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The tale is narrated by Miss Eyre, herself, inviting a special and intimate relationship with the reader. It is through Jane that we meet and grow to care about, or hate, so many of the memorable characters one becomes acquainted with on these pages. And it is through her narrative, first as a little girl, then as a young woman, that Jane's complex persona is revealed. From an early age her morality, wit, determination, sheer grit and romanticism are evident.

Published in 1847, the novel, at first glance, appears to be another well written gothic romance, of the kind so popular in the Victorian Age, with its mystery, horror, brooding hero, touch of the melodramatic, and dark castle-like setting. The rise of poor orphaned Jane, who against all odds, redeems her tormented hero through her steadfast love, is really not unique at all. Charlotte Bronte did not, however, write a mere romance, no matter how riveting the read. Throughout, the author makes some serious statements about women's equality, the treatment of children, and of women forced into a dependent state during the Victorian epoch, religious hypocrisy, romantic relationships between men and women, the nature of true love, and the development of self. This is a beautifully written work of fiction which combines a riveting storyline, compelling characters, vivid descriptions along with a powerful testimony about the period in which the book was written.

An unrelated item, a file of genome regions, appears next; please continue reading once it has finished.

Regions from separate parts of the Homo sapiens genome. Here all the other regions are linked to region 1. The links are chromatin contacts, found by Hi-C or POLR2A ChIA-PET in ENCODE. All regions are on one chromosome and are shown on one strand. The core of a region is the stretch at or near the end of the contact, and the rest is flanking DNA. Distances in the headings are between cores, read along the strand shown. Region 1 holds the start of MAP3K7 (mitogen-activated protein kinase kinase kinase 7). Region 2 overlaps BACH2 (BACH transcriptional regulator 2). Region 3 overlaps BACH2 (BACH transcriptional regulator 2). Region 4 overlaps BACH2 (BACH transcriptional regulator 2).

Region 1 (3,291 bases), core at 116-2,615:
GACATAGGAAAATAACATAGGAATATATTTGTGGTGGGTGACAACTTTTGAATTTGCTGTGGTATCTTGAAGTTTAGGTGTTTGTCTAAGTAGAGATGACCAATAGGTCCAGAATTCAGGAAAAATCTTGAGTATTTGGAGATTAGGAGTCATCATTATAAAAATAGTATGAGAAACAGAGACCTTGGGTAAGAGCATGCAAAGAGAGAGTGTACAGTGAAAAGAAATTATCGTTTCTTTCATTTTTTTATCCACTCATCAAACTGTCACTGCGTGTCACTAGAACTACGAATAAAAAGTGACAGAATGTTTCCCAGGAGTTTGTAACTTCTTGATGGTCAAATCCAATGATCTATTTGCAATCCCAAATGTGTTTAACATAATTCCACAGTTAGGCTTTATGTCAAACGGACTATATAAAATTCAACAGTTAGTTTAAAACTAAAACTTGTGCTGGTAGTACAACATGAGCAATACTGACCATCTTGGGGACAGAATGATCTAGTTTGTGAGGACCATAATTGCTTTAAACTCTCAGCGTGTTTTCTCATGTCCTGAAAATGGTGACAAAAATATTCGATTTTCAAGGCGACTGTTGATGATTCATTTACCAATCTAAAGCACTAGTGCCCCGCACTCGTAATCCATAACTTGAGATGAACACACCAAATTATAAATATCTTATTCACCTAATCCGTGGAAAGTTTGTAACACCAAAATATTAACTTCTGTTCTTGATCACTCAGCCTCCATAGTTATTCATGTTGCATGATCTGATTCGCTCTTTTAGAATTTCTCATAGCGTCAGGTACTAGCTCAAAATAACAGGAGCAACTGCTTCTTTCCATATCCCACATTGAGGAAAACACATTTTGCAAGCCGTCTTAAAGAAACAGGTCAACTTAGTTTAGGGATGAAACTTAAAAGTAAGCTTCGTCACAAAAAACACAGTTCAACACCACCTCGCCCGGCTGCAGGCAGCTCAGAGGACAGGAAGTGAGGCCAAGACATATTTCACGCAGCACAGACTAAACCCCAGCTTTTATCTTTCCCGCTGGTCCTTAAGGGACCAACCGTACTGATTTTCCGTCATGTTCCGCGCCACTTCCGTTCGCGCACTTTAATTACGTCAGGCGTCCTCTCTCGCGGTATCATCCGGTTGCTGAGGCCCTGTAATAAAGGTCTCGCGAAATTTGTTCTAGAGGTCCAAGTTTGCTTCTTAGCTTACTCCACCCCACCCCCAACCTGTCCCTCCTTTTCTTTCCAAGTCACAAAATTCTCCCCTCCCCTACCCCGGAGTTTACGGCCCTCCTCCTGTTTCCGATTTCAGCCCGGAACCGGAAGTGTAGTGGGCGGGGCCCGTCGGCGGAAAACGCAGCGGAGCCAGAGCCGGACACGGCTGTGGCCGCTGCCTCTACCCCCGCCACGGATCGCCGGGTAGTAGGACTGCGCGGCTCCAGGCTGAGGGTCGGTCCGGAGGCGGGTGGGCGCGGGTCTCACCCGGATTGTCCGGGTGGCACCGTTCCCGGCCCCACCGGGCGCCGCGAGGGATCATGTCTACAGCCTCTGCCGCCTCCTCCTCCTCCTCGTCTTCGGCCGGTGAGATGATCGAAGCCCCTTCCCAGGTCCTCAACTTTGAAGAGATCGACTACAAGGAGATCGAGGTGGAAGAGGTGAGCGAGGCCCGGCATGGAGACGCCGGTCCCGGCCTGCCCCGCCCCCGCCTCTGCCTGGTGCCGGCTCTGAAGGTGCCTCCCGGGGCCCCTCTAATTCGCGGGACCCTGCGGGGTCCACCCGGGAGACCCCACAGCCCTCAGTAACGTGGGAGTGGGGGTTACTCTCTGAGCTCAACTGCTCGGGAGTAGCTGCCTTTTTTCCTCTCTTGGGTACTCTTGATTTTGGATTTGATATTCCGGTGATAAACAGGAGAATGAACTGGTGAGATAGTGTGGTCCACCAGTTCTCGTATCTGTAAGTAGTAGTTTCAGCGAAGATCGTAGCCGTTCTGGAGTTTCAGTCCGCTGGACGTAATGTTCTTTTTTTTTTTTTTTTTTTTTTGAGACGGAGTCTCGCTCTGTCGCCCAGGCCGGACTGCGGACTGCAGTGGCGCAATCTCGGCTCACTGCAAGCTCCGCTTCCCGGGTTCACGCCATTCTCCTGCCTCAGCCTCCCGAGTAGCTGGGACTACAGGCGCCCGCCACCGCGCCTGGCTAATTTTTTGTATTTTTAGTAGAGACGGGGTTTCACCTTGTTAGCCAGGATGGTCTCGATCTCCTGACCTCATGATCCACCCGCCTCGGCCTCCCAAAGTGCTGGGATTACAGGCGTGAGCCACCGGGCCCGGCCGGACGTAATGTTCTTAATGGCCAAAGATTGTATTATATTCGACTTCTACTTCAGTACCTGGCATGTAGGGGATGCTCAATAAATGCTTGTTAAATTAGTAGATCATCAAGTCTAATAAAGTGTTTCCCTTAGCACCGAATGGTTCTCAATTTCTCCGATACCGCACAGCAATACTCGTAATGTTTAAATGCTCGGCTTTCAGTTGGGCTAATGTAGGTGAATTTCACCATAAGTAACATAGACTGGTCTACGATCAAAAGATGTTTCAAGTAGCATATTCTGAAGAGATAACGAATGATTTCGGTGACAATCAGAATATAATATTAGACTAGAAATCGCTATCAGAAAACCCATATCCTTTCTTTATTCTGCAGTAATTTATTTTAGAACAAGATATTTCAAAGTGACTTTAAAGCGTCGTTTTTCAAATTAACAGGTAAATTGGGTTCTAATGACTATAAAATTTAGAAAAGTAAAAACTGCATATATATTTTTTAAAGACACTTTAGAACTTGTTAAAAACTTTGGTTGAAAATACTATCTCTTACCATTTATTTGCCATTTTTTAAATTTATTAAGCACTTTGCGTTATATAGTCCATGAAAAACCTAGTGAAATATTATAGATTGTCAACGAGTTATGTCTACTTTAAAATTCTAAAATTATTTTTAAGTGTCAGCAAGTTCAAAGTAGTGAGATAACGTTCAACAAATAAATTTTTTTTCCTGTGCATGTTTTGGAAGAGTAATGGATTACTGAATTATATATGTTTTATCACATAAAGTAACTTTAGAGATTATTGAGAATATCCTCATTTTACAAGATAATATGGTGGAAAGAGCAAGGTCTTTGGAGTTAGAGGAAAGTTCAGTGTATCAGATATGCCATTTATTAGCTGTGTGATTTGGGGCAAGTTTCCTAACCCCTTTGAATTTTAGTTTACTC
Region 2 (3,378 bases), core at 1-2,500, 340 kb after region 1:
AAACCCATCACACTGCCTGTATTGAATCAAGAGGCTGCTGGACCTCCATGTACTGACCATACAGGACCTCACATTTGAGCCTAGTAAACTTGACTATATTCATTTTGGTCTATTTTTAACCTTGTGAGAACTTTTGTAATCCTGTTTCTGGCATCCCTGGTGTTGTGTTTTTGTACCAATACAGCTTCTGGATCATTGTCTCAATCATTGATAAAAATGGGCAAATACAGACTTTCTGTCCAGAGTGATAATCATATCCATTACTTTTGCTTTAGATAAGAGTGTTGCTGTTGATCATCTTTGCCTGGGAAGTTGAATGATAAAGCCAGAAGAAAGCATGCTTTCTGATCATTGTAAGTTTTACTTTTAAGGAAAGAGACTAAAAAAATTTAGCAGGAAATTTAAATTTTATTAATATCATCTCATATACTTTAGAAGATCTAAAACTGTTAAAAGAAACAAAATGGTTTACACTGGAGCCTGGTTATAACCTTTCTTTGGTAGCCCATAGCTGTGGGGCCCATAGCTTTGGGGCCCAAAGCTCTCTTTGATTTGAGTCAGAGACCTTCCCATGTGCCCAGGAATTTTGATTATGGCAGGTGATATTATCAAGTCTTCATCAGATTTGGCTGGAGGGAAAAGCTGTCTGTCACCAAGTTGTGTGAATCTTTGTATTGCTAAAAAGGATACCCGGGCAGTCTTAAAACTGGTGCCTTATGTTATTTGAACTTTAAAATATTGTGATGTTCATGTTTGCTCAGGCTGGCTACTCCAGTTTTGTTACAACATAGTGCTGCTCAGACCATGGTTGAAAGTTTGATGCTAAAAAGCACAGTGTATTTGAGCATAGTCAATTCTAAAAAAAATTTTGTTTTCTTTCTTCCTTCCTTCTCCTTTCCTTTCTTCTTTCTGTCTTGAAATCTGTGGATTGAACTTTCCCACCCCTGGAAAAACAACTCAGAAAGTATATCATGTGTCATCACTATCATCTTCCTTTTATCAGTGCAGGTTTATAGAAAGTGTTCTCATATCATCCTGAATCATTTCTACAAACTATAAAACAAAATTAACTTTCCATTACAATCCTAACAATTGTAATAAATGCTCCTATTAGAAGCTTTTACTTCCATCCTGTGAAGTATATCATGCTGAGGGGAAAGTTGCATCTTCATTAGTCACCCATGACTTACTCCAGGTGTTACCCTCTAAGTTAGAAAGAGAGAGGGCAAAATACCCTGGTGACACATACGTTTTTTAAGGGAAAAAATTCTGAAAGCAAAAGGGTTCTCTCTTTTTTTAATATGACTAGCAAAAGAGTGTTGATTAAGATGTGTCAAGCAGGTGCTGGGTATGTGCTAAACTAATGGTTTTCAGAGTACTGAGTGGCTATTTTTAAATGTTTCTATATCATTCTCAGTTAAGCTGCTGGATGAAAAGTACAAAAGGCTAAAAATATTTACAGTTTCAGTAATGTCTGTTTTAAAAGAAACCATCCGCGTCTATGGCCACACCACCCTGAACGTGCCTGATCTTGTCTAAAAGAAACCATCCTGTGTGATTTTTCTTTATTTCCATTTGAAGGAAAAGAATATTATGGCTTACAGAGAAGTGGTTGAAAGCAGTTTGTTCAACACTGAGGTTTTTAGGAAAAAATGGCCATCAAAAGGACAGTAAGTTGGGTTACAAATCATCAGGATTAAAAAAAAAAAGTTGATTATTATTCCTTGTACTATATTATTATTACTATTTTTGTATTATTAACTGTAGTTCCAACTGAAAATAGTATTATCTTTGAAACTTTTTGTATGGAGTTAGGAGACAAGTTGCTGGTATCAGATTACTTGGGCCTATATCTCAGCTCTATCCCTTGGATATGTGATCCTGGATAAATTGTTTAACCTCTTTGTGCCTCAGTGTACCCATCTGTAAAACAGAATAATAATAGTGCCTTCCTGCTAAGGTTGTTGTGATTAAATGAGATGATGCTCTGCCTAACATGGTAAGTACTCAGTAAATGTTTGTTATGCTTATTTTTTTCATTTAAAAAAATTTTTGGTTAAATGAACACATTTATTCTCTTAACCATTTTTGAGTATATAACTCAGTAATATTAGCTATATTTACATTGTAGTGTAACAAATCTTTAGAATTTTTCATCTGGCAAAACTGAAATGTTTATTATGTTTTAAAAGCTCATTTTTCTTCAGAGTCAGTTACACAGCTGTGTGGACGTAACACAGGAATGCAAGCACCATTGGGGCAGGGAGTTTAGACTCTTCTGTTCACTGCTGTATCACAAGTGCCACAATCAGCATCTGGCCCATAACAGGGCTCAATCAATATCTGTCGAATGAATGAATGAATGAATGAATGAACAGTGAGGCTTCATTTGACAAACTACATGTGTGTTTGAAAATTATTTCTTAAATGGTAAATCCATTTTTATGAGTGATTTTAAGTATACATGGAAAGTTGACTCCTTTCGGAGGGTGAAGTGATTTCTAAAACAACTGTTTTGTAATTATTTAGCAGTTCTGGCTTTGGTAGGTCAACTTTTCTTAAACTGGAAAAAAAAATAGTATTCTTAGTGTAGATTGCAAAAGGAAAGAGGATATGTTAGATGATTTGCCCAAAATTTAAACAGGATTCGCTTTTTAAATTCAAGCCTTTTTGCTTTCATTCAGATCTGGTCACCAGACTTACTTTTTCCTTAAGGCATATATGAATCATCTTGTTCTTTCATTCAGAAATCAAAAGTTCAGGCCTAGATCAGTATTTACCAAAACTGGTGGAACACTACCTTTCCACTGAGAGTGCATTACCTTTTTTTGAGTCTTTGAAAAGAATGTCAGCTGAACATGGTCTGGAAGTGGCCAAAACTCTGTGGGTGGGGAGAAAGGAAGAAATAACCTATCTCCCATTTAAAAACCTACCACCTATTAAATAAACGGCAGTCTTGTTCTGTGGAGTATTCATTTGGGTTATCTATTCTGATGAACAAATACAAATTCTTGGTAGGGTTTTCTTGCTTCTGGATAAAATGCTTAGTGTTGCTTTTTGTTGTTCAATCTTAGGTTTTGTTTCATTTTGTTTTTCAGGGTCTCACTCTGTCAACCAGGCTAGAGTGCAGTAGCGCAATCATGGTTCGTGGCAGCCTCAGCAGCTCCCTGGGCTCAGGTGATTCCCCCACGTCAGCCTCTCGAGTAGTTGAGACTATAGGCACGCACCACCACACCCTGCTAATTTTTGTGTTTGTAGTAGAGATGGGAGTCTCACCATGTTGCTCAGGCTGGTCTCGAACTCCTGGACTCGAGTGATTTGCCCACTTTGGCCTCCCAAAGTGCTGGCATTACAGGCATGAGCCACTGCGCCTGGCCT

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Young Jane, orphaned at an early age, is grudgingly taken-in by her Aunt, Mrs. Reed, who seems to despise the child. The Reed children are spoiled rotten, and the eldest son is somewhat of a sadist who abuses his young cousin terribly. Aunt Reed always finds a reason to blame Jane for the household's ills. When the boy takes his torture too far and Jane attempts to defend herself, her aunt has her locked in the room where her uncle died, terrifying the poor girl into hysteria. Unwilling to care for the girl any longer, Mrs. Reed packs her off to the harsh Lowood School, a miserable charitable institution which is more like a prison than a place of education. Lowood's despicable headmaster, Rev. Brockelhurst, does everything in his power to break Jane's spirit. At one point, when he asks Jane how to avoid going to hell, she defiantly responds, "I must stay well and not die."

A particularly compassionate teacher recognizes Jane's intelligence and sensitivity and befriends the girl. When Jane graduates she stays to teach at Lowood until her mentor leaves to marry. Jane then decides it is time for a change, and applies for a position as a governess. She is offered a job at the distant Thornfield Manor. Mrs. Fairfax, Thornfield's housekeeper, welcomes her warmly and introduces her to the staff and to little girl who will be her pupil, the precocious Adele. She is not, however, introduced to all the household's inhabitants - especially not to one who inhabits the uppermost floor. Thornfield's owner, Mr. Rochester, (one of my favorite literary heroes), is away when our protagonist arrives, yet it is he who will have a most profound effect on her life - and she on his.